As in Drydock, you’re probably better off putting your turrets in the gen room. In the corners by the inventory stations may do nicely.

Temple Ruins:

From my experience, on this map, the HoF is king. A good HoF on Temple Ruins is the difference between keeping your flag and almost never seeing it.
It is therefore your job, as a defending TCN, to help the HoF as much as possible.

This spot is a must for your first turret (especially if the HoF neglected to put an FF there).

It covers the entire flag stand, offers immense protection of the front-to-front cap route, and is about as defended as you can get.

Tips: Put the turret as far back as you can to allow it to fire at enemies on the edge of the overpass.
If it gets constantly sniped from the hills in front of the base, move it to the side.

Once that’s covered, just stick your turrets anywhere outside the flag’s platform. Putting them inside will make them vulnerable to the incoming cappers and explosive spamming on the flag stand.
You can put them on the ring above the flag stand for better protection, but it will limit their line of fire.


Again, a map with a highly vulnerable exterior.
Any turrets placed outside on Sunstar are highly “temporary”.


It’s true that you could put a turret on the flag stand, and it will protect it from shelling, but it’ll go down the moment an enemy passes through the barn shield.

Now, while I can’t guarantee success with these positions, my personal preference is to put the turrets behind the fronts of the ramps leading to the flag. This allows them to shoot at cappers and attackers, while offering a minimum of protection. Also, their position near the entrance means you’re never far from the gen room while placing them.


As we all know, Sunstar’s barnshield gives the generator on this map a unique significance. It therefore behooves the TCN to invest additional efforts into keeping the gen up.
Placing your turrets behind the entrances serves the same purpose as placing the turrets in the corners of Arx Novena’s base interior. However, given the shape and size of the entrances, placing multiple turrets around them can turn those entrances into crucibles of death.

Rain Dance:

Given this map’s uniquely designed gen room, the enemy is usually discouraged from trying to take it. This leads to them trickling in one at a time, and making them easy to kill before the gen goes down. As a result, all of your team’s initial turrets should be protecting your flag.


You can put turrets around the flag stand, as shown above, to give it maximal protection against fly-by cappers. They do tend to get cleared a lot, so make sure to replace them frequently.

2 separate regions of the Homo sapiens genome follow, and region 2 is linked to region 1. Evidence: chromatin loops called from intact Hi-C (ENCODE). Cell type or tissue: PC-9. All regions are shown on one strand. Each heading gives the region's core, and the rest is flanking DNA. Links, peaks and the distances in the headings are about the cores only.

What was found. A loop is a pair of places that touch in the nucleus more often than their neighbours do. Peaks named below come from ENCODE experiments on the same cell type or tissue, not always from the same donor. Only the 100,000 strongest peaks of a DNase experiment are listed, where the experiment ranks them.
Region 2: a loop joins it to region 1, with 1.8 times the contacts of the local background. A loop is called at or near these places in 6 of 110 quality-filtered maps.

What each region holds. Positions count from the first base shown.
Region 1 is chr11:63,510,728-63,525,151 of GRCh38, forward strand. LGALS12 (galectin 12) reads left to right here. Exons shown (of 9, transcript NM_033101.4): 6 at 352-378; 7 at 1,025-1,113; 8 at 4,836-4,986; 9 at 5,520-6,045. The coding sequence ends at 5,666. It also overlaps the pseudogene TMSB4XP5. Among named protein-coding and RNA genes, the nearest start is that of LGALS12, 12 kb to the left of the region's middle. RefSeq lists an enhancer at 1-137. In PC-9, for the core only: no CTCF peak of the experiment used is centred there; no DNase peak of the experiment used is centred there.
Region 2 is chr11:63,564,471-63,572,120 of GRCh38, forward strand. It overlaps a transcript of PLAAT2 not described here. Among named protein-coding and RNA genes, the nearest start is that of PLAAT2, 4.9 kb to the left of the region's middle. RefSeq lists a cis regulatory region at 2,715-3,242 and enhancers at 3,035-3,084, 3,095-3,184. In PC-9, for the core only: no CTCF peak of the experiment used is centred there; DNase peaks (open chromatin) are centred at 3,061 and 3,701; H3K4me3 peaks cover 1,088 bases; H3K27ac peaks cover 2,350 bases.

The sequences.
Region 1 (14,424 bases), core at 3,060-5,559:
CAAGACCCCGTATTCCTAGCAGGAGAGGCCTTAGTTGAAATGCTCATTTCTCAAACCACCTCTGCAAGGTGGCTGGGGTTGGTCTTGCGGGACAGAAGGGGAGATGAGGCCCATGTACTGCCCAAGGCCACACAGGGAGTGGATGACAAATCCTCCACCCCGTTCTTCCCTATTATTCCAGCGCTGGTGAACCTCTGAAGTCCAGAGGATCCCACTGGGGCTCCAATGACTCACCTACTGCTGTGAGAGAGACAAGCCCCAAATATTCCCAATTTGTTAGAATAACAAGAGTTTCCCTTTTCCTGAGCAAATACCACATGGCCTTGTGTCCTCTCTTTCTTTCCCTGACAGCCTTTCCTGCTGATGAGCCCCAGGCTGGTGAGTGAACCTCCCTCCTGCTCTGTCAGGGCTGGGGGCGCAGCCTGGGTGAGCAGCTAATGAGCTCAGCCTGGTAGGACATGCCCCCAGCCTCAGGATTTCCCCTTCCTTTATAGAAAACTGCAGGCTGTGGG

Be mindful of your spacing, or you won’t be able to place two of them.

My personal favorite spot for a turret.

Put it on the edge of the tower, on the ledge overlooking your flag stand, and it will fire at a capper along their entire grab. And while it’s relative exposure renders it vulnerable to sniping, its out-of-the way location means cappers won’t shoot it while doing their run.

Once these spots are occupied, you can place additional turrets along the cap route (given that ther’s really only one, if you discount the in-and-out thrust trick).

Bonus Content – Inventory Stations

Part of your role as TCN, other than placing turrets and fixing up the base, is providing the defense with inventory stations (if you didn’t know that, now you do).
Just plopping one down anywhere, however, does nobody any good, just like with your turrets.
A well placed inventory station is both well protected and highly accessible (especially for the HoF).
So please take a look at the following inventory station placement positions:

Arx Novena:

A common amature mistake is to call down an inventory station right on top of the base. While it makes it accessible, you’re just begging for it to get blown up by a random MIRV.
A far superior alternative is placing it on the right side of the base, between the structures surrounding the flag stand and the elevated fixture, as seen above. In this position, it is relatively protected from bombardment due to its proximity to the wall, and it is also relatively hidden, while still remaining highly accessible.



You’d think that it’s common sense to protect your inventory station, yet I still see them dropped right in the open, where any enemy passing by can take pot shots at them.
Put it behind the flag stand, and you give it cover, with the benefit of letting your HoF just drop on it from the flag stand.

Temple Ruins:


In my experience, this nook between the base’s front wall and the pillar works quite well. It’s very close to the flag stand, and it tends to stay up unless the enemy is actively trying to destroy it.



See Katabatic.

Rain Dance:


For an easily accessible and well protected position for your inventory station, you just can’t beat the one shown above.

It’s an easy jump away from the flag stand, and though it seems vulnerable, it is actually located in the farthest point from all your base’s edges.

Well, this about wraps it up.
I hope all you TCNs out there will find this informative.
Please tell me if this helped you, I would love to hear it.
Also, if there’s something that I missed, do point it out.


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3 Responses

  1. SavageHal says:

    Excellent write-up! As a TCN, I also make it my duty to place motion sensors in areas where I would like to drain some of the enemy's energy (typically flag cappers) and/or detect infiltrators (typically near or in the gen room.)

  2. Anonymous says:

    nice work! thanks a ton dude.

  3. Anonymous says:

    Thanks for writing this article. You put a lot of time into all the screen shots and text, and it's going to help people get started. I love the Technician class and usually put turrets in many of the spots you suggest, but you have some interesting locations spotted that I want to try now. See you inworld!

    – Tarantulas